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OCR software attempts to match characters scanned from your resume with standard letter shapes. This makes it imperative that your resume is formatted with a font that OCR can recognize, font choice single most important factor in creating a scannable resume. Simple, conservative typefaces such as Times New Roman, Arial, Helvetica, Verdana and Courier are some of best choices.
Other content and design guidelines are: - keep it simple and conservative - use high quality 8-1/2 x 11 inch, white or off-white paper, print on one side of paper only - format headings with either Bold text or ALL CAPITALS. - use headings sparingly but consistently to support your information structure - donít use italics - it skews characters and confuses OCR - donít use underlined text - it confuses OCR - use no more than two fonts in sizes between 10 and 12 points - allow margins and line spacing (white space) to keep document from looking crowded - use horizontal lines to separate sections of your resume - donít use vertical lines, graphics, shading or boxes - your contact information with your name is printed at top of each page - a summary, where your best assets, whether education, experience, or skills are listed - categories are clear and text is indented - dates of employment are easy to find and consistently formatted - each entry highlights a capability or accomplishment - verb tense is consistent; current job is in present tense; past employment is in past tense - use a minimal amount of punctuation, it can confuse OCR - capitalization, punctuation, and date formats are consistent - no typos or spelling errors - donít fold or staple your resume, if you mail your resume use a large envelope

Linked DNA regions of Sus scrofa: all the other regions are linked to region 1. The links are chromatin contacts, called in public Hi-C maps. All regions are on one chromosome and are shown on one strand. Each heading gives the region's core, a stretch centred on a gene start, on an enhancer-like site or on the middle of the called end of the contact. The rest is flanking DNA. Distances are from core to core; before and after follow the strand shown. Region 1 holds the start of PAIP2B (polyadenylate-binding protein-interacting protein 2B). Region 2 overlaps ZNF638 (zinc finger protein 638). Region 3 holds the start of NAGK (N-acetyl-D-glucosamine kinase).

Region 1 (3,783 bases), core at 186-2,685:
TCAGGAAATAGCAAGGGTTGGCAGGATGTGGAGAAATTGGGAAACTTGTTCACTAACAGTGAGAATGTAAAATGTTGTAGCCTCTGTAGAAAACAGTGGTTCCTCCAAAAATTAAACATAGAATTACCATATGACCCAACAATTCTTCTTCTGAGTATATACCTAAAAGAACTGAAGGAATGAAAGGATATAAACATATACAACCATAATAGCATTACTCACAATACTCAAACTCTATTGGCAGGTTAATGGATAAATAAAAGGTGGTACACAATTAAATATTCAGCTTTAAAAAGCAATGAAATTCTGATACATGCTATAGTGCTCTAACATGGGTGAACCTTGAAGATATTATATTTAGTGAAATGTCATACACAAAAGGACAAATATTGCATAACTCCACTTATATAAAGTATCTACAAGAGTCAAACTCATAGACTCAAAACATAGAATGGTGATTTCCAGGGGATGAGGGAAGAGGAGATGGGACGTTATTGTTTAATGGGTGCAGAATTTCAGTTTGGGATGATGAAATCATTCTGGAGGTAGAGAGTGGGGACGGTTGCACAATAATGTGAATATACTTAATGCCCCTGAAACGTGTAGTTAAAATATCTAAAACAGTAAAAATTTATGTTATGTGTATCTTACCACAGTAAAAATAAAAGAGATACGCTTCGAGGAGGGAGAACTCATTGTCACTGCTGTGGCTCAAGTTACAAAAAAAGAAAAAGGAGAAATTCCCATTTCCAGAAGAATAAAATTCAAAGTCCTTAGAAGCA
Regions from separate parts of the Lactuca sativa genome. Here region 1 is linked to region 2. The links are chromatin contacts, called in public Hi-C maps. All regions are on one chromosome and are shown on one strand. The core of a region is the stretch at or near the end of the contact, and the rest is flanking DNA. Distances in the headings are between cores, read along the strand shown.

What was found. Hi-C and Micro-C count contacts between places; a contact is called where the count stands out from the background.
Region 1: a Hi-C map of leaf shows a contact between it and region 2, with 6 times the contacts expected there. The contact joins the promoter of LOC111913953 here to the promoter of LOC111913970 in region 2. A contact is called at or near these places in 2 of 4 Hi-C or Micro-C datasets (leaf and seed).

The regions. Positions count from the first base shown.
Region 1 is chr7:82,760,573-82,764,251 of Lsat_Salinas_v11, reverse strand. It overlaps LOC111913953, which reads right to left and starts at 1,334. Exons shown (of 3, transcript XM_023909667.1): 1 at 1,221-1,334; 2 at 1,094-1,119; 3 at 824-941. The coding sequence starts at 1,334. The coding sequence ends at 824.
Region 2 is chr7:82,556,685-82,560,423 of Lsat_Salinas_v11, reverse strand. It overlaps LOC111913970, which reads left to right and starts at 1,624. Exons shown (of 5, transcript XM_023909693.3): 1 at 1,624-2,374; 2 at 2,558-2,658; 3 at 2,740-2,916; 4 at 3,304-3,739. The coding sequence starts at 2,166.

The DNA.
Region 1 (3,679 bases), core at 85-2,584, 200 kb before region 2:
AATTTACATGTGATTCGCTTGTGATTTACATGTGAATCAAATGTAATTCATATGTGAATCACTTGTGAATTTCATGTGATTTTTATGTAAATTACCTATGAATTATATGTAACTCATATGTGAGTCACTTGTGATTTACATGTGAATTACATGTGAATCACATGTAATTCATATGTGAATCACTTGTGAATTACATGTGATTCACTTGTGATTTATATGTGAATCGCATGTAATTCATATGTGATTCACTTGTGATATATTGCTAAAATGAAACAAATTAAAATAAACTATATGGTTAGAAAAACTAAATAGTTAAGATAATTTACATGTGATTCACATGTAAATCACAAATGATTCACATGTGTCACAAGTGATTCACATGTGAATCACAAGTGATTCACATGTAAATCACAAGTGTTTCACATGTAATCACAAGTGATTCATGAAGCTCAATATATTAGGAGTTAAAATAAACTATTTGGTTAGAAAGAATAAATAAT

Your resume should be a quick and easy to read, containing no fluff and no unnecessary words. As hiring professionals look through hundreds or even thousands of job applications, they may spend only a few seconds reviewing each resume. To catch their attention, you must quickly convey that you standout from competition. A successful resume is one that does not exclude you from consideration. Your resume is a personal self-marketing tool; so make sure you get a powerful and accurate message across. By fine-tuning your keywords to meet qualifications of each job, more likely that you'll be asked to an interview where you can sell yourself.
Mary Carroll is a customer advocate for at Video Professor, the leader in self-paced software learning tutorials, helping our customers to better understand Video Professor and how our tutorials can provide tools to learn various software programs to your desired level.